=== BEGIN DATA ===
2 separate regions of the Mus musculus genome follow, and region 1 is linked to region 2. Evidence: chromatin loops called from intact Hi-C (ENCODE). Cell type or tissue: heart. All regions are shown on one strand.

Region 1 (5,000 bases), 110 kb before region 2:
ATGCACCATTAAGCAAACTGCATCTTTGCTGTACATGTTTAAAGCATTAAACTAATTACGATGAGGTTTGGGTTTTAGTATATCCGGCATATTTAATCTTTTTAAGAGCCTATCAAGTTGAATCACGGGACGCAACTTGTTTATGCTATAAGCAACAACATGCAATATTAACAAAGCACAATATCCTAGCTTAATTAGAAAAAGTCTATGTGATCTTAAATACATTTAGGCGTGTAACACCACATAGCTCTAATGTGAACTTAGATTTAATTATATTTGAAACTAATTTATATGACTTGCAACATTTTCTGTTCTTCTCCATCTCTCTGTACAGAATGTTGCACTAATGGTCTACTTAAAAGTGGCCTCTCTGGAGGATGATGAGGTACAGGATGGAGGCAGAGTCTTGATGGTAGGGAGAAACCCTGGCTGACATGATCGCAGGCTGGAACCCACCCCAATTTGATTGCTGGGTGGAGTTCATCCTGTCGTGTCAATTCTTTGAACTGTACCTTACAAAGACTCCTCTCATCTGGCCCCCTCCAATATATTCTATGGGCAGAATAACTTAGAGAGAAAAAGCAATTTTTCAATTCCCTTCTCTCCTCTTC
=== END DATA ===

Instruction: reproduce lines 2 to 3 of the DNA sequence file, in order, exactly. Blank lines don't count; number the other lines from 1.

Region 1 (5,000 bases), 110 kb before region 2:
ATGCACCATTAAGCAAACTGCATCTTTGCTGTACATGTTTAAAGCATTAAACTAATTACGATGAGGTTTGGGTTTTAGTATATCCGGCATATTTAATCTTTTTAAGAGCCTATCAAGTTGAATCACGGGACGCAACTTGTTTATGCTATAAGCAACAACATGCAATATTAACAAAGCACAATATCCTAGCTTAATTAGAAAAAGTCTATGTGATCTTAAATACATTTAGGCGTGTAACACCACATAGCTCTAATGTGAACTTAGATTTAATTATATTTGAAACTAATTTATATGACTTGCAACATTTTCTGTTCTTCTCCATCTCTCTGTACAGAATGTTGCACTAATGGTCTACTTAAAAGTGGCCTCTCTGGAGGATGATGAGGTACAGGATGGAGGCAGAGTCTTGATGGTAGGGAGAAACCCTGGCTGACATGATCGCAGGCTGGAACCCACCCCAATTTGATTGCTGGGTGGAGTTCATCCTGTCGTGTCAATTCTTTGAACTGTACCTTACAAAGACTCCTCTCATCTGGCCCCCTCCAATATATTCTATGGGCAGAATAACTTAGAGAGAAAAAGCAATTTTTCAATTCCCTTCTCTCCTCTTC